By John Burton
RED BANK – Borough residents who were hoping to plant their tomato plants and geraniums in a community garden will have to wait until next year, possibly, as plans for a garden on borough-owned property are on hold.
Cindy Burnham, who has been leading the charge for establishing a community garden, said plans to establish a garden on a parcel the municipality owns on Marion Street have fallen through.
Proponents would work to establish one for spring 2013, she said.
Marion Street was not the location some gardeners had been seeking, insisting the borough council allow them to use 94 West Front St., a 2,400 square-foot plot, next to the borough’s public library and overlooking the Navesink River.
But borough council members said the Marion Street site was the most viable location of any owned by the town. Council members have opposed using the property next to the library, saying that given the limited amount of green, open recreational space in the borough, that site should remain available for more than the handful who would have access to a community garden.
Supporters have been arguing the location is the most ideal of the borough-owned sites because of its accessibility and size. They also have contended that officials have not offered any adequate reason why the site can’t be used for a garden and have questioned whether officials have other plans for the property, possibly selling it off. Mayor Pasquale Menna in the past had denied that assertion.
Burnham acknowledged there wouldn’t be a garden, “not this summer,” because two potential financial benefactors have dropped their support. “They realized this is not the appropriate site for a first community garden,” she said, referring to the approximately 129 foot by 40 foot Marion Street location, a former water utility pumping station, on the borough’s eastern border with Fair Haven.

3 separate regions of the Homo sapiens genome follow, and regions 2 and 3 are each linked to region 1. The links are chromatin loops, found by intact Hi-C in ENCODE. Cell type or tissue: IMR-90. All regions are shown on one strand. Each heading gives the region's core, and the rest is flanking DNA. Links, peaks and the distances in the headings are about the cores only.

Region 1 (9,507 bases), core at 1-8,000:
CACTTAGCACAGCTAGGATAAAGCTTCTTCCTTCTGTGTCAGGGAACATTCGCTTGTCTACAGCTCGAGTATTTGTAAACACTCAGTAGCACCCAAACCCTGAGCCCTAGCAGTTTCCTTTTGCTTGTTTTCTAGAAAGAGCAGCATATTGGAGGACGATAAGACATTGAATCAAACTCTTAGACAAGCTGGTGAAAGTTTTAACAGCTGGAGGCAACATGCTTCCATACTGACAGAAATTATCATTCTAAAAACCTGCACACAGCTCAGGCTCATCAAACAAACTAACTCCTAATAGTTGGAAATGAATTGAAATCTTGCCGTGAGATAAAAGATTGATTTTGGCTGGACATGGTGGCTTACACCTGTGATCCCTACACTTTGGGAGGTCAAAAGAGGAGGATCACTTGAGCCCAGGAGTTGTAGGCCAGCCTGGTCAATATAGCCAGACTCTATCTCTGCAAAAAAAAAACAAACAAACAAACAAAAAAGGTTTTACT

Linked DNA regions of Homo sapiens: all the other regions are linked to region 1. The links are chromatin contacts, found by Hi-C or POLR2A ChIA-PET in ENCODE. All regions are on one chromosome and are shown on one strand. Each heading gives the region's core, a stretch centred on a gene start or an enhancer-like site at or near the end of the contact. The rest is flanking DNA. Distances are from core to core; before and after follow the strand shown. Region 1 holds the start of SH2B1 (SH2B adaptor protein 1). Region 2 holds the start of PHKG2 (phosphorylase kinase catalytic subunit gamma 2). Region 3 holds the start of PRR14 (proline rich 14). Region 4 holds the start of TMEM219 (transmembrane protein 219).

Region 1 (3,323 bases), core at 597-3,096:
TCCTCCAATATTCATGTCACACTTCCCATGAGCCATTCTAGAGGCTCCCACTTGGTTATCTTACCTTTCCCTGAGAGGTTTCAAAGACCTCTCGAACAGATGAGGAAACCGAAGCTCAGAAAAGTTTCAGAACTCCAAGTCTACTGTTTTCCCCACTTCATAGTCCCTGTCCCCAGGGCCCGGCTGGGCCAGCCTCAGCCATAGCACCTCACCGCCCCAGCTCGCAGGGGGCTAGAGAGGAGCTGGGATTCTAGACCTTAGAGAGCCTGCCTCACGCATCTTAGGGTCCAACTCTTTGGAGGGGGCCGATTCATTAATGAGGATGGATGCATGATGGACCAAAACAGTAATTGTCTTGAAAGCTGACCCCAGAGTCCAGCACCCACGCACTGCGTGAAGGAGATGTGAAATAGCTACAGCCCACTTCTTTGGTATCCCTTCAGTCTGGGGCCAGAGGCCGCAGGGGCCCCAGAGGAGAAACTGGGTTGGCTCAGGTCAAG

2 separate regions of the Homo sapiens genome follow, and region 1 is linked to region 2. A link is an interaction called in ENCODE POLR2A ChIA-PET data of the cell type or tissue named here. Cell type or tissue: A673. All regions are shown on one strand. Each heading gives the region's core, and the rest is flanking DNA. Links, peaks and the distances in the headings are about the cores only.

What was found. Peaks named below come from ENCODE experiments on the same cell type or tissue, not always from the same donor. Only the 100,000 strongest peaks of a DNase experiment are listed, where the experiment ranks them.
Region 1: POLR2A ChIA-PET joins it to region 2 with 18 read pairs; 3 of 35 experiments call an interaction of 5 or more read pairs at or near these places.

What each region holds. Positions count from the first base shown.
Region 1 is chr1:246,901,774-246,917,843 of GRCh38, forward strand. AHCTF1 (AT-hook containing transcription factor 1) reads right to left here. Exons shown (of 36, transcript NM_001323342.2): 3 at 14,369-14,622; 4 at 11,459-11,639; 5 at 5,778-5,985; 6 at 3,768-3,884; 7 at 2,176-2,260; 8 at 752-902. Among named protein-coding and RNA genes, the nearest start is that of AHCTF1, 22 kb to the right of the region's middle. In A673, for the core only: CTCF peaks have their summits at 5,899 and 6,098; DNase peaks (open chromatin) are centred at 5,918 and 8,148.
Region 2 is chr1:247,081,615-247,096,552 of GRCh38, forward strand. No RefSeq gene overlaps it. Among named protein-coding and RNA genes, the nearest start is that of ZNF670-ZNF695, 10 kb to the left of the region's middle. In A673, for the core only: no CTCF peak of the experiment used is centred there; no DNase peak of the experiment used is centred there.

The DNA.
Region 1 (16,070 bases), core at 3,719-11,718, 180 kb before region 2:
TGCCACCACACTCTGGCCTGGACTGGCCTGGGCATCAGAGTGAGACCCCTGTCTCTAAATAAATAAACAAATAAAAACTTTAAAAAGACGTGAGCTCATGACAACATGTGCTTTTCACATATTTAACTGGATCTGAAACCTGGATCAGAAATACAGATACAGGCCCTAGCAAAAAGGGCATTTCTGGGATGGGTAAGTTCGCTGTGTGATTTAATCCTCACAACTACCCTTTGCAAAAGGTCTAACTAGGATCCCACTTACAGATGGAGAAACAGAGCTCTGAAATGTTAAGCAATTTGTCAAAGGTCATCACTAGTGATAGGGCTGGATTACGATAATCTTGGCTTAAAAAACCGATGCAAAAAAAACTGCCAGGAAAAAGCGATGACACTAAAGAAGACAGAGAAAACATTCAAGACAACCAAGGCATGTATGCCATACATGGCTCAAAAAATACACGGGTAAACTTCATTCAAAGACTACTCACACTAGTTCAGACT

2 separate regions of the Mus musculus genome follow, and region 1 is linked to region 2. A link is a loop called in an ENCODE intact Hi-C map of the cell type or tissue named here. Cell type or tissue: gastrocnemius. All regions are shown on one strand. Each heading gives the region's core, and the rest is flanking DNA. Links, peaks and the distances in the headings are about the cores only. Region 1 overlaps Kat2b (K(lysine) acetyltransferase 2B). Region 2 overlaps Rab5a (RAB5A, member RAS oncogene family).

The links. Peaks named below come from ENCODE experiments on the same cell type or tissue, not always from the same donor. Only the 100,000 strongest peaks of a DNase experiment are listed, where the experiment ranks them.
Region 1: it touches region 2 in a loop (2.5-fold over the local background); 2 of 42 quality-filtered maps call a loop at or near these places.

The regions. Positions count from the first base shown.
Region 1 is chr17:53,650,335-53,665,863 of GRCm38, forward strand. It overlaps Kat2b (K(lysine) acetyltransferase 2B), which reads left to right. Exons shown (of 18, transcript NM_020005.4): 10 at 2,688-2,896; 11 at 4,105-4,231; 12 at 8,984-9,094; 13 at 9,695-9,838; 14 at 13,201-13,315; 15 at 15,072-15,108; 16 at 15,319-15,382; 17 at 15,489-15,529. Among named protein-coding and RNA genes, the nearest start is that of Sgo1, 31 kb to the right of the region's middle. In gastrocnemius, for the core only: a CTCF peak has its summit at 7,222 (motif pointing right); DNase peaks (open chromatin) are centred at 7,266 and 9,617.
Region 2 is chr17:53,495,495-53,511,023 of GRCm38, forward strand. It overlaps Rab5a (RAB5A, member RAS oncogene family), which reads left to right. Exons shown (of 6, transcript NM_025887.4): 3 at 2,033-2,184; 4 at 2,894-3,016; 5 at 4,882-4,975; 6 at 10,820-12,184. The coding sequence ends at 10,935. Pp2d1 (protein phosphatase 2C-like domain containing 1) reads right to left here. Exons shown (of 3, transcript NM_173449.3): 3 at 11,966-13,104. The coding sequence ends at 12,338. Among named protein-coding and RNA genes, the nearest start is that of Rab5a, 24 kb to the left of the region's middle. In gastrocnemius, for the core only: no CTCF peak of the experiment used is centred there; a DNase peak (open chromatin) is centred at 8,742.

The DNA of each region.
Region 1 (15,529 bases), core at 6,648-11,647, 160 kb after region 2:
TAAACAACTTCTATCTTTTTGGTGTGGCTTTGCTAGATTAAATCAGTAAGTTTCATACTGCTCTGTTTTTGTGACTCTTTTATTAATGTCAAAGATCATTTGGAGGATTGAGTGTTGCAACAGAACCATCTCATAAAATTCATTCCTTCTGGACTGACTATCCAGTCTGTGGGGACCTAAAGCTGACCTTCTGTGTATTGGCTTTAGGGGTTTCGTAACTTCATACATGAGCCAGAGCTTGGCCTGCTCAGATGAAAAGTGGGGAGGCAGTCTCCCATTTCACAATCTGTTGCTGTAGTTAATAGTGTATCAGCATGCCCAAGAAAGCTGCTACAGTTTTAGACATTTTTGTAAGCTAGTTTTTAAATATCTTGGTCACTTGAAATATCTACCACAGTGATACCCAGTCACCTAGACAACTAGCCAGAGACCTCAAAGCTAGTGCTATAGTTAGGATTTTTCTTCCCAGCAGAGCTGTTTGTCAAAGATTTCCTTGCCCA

Several thousand dollars would be needed to remove and dispose of the site’s existing asphalt sections and install water to get the site ready for planting. The benefactors, who Burnham declined to identify, have said, “They don’t even want to be involved with Marion Street,” Burnham said.
Borough Councilwoman Kathy Horgan, who is the council’s liaison to the environmental commission, said last week it was up to Burnham to let the council know about the plans for the Marion Street site. “She hasn’t presented us with anything,” Horgan said.
When informed about Burnham’s take on the issue, especially the money needed to get the garden up and running, Horgan said, “But you know these are things that could have been done nearly a year ago.”
The debate over a community garden had gotten remarkably contentious and heated over the last two years as Burnham and others locked horns with the governing body over its potential location.
Borough officials continued to oppose as inappropriate the West Front Street location, along with plots at Maple Cove’s natural area overlooking the river at the northern tip of Maple Avenue and a spot in Marine Park, a municipally owned and maintained public park. Proponents of the garden had suggested the three sites proposed as the best choices.
Council members, Horgan said, insisted they support the garden but in a space that would be accessible and available in a borough that is almost entirely built out.
“The organizing people in a community garden wanted it in a certain space and they weren’t happy with it any place else,” Horgan said.
Burnham, who lives in Fair Haven but owns a rental property in Red Bank, has regularly challenged the governing body on a variety of issues over the last few years.
The garden supporters will look for available funding to work on next year’s plan, she said.
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